I supposed I’m not really a laugher. I enjoy laughing with my friends because of the bonding experience it creates, rather than the jokes themselves, but sitting in front of the TV or reading a book and laughing always feels a little bit empty to me – laughter is something I prefer to share.

But if you need a good giggle and don’t mind doing it alone, this is the book for you. And let’s face it – don’t we all want our blogs to turn into successful first-time publications? Sign me up for that one!

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In Mon – Talk to Strangers

What a fantastic crop of InMon prompts this week. I want to use them all … but not in the same story. However, Melanie’s been playing in my head again, so she’s taken the front slot and here’s another snippet from her. And I’ve ended up nodding to two of the prompts.

If you’d like to see more, search “Melanie” to see other parts of her story, although this scene is intended to stand alone.

* * *

Daddy’s instructions had been very clear: “Take Mummy’s prescription to the counter, get the pills from the Pharmacist, pay, leave. Don’t get waylaid.” But Melanie liked getting waylaid; there was always so much to see and do when you got waylaid. And sometimes you got waylaid without meaning to. Like today, in the pharmacy, there was an old lady waiting in the next seat. And Melanie wasn’t really getting waylaid, because she was waiting for the Pharmacist to get Mummy’s pills ready.

“You’re a bit little to be here alone,” said the old woman. “Where’s your Mum?”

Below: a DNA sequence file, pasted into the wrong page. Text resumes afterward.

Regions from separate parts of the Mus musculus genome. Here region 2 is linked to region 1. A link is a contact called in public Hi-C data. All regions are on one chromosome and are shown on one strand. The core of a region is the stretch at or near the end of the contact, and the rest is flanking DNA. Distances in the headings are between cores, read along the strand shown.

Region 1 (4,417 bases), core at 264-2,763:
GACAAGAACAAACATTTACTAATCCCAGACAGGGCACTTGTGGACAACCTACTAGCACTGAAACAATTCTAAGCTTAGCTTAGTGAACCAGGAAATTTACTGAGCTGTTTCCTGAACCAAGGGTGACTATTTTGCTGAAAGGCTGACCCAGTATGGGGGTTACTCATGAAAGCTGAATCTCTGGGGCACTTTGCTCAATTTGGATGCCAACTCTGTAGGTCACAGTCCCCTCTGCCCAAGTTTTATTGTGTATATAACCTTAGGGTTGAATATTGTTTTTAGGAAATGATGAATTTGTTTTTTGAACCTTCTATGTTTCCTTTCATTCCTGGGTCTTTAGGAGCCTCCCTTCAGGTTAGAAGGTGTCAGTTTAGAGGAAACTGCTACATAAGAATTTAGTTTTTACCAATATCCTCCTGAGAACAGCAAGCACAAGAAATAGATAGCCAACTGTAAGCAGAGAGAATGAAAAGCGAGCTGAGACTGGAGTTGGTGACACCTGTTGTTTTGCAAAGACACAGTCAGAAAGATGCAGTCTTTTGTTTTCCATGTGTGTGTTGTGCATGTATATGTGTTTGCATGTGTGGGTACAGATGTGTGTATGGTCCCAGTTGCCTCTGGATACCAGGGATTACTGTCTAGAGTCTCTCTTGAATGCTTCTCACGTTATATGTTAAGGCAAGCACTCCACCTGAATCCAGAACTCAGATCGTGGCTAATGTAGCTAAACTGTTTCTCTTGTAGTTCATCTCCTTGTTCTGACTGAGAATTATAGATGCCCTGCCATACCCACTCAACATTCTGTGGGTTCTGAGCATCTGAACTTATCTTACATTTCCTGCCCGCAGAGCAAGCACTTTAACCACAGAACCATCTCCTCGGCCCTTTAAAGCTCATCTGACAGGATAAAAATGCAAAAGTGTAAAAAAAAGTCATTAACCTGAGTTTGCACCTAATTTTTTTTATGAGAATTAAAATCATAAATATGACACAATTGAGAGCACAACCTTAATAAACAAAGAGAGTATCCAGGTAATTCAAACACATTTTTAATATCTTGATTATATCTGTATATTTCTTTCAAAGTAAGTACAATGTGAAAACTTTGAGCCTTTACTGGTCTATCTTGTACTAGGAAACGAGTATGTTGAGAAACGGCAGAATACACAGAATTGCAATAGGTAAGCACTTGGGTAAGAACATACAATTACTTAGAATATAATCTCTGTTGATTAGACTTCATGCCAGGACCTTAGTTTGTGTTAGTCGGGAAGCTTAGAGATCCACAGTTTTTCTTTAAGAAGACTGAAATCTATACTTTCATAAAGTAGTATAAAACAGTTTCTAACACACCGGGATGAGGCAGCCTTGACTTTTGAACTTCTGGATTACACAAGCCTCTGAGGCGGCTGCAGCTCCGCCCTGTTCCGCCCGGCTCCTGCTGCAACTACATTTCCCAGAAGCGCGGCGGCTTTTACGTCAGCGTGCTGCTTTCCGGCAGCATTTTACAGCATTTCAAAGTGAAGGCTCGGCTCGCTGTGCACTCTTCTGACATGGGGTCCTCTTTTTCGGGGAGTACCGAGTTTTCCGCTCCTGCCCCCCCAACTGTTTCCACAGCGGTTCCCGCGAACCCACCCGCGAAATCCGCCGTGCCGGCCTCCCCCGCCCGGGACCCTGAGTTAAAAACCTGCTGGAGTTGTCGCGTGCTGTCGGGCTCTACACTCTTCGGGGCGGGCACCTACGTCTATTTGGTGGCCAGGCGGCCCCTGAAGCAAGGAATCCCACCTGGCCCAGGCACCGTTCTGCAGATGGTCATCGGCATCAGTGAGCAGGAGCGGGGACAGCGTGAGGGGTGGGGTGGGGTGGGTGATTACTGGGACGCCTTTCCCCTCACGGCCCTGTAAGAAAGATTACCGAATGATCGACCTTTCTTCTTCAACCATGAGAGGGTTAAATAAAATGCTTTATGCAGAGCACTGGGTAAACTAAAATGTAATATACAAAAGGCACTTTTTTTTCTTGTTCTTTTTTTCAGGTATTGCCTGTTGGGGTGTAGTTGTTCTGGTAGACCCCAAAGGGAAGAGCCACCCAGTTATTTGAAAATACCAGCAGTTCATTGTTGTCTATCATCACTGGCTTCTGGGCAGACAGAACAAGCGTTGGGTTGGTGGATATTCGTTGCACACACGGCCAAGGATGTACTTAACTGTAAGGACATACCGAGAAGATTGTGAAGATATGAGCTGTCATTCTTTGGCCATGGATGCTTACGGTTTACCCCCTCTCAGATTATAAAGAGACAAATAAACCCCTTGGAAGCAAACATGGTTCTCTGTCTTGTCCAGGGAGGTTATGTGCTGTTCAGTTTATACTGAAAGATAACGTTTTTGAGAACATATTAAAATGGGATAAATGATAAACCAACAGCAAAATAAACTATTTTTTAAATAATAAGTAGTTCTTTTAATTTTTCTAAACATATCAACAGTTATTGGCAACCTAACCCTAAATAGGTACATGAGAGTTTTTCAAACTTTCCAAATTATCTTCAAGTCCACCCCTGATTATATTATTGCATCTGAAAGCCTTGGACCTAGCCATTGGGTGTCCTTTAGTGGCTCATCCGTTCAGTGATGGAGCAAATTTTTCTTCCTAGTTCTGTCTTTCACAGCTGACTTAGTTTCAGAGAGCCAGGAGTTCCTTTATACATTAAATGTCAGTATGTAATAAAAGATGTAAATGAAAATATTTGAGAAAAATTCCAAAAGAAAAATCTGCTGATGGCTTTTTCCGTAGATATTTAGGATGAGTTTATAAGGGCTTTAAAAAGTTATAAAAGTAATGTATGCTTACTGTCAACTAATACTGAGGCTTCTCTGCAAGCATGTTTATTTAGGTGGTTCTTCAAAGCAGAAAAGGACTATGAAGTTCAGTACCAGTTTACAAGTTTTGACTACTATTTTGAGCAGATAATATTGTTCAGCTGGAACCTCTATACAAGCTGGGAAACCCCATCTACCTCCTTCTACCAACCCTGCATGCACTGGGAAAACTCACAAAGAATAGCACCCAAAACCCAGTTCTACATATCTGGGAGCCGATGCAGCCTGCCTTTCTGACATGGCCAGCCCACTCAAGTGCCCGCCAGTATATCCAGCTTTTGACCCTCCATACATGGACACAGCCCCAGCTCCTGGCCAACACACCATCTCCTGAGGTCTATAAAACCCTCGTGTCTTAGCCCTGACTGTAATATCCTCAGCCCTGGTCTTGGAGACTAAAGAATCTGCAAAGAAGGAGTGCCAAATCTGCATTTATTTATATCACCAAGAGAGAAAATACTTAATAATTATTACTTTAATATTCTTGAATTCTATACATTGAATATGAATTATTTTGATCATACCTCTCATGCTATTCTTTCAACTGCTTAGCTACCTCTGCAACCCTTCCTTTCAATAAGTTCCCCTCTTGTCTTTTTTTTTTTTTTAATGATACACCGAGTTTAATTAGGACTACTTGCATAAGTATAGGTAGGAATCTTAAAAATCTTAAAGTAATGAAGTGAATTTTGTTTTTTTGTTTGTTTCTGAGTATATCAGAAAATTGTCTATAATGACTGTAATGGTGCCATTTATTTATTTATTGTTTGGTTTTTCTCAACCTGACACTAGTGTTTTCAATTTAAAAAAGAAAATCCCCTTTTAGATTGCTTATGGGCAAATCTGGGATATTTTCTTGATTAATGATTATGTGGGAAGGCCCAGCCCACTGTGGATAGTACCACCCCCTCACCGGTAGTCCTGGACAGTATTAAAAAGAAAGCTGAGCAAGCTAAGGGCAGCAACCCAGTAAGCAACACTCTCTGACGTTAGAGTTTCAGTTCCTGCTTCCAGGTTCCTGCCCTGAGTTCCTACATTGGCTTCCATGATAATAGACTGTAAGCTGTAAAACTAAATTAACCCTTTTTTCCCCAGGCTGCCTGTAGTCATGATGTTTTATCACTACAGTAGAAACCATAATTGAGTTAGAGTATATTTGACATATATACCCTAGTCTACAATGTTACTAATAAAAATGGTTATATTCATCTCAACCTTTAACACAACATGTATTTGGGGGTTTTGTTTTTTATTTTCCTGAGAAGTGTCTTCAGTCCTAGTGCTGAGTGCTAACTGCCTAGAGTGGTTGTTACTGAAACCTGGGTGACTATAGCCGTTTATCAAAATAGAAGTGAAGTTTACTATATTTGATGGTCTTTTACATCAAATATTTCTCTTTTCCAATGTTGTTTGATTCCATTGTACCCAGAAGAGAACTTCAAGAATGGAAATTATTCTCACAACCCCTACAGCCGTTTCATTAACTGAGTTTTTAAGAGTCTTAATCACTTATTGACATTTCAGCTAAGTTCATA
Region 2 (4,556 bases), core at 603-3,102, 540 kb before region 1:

“At home,” Mel said, wondering if it was OK to talk to strangers if they were at the pharmacy.

The old woman looked kind, like Mrs Mwanna, only not black. She put her handkerchief in front of her eyes to blow her nose. “You came by yourself?” said the voice behind the handkerchief.

“No. Daddy’s waiting outside, only he couldn’t come in because he’s on the phone.”

“Ah.” The lady came out from behind her mask again. “That’s the problem with these mobile phones. Everyone is always on them. No time for anything.”

Melanie nodded and looked up at the pharmacists’ heads, bobbing behind their high screen. She wondered how long the medicine was going to be, because she was nearly late for school and she didn’t want to have to go and see the Head again to explain.

“They take their own time,” the old lady said, reading her mind like Mrs Mwanna could do. “I’ve been waiting for twenty minutes.”

Melanie wondered how long she’d been waiting. Not twenty minutes, because the old lady had got here first, but it felt like forever.

“Do you go to St Bartholomew’s?” the lady said.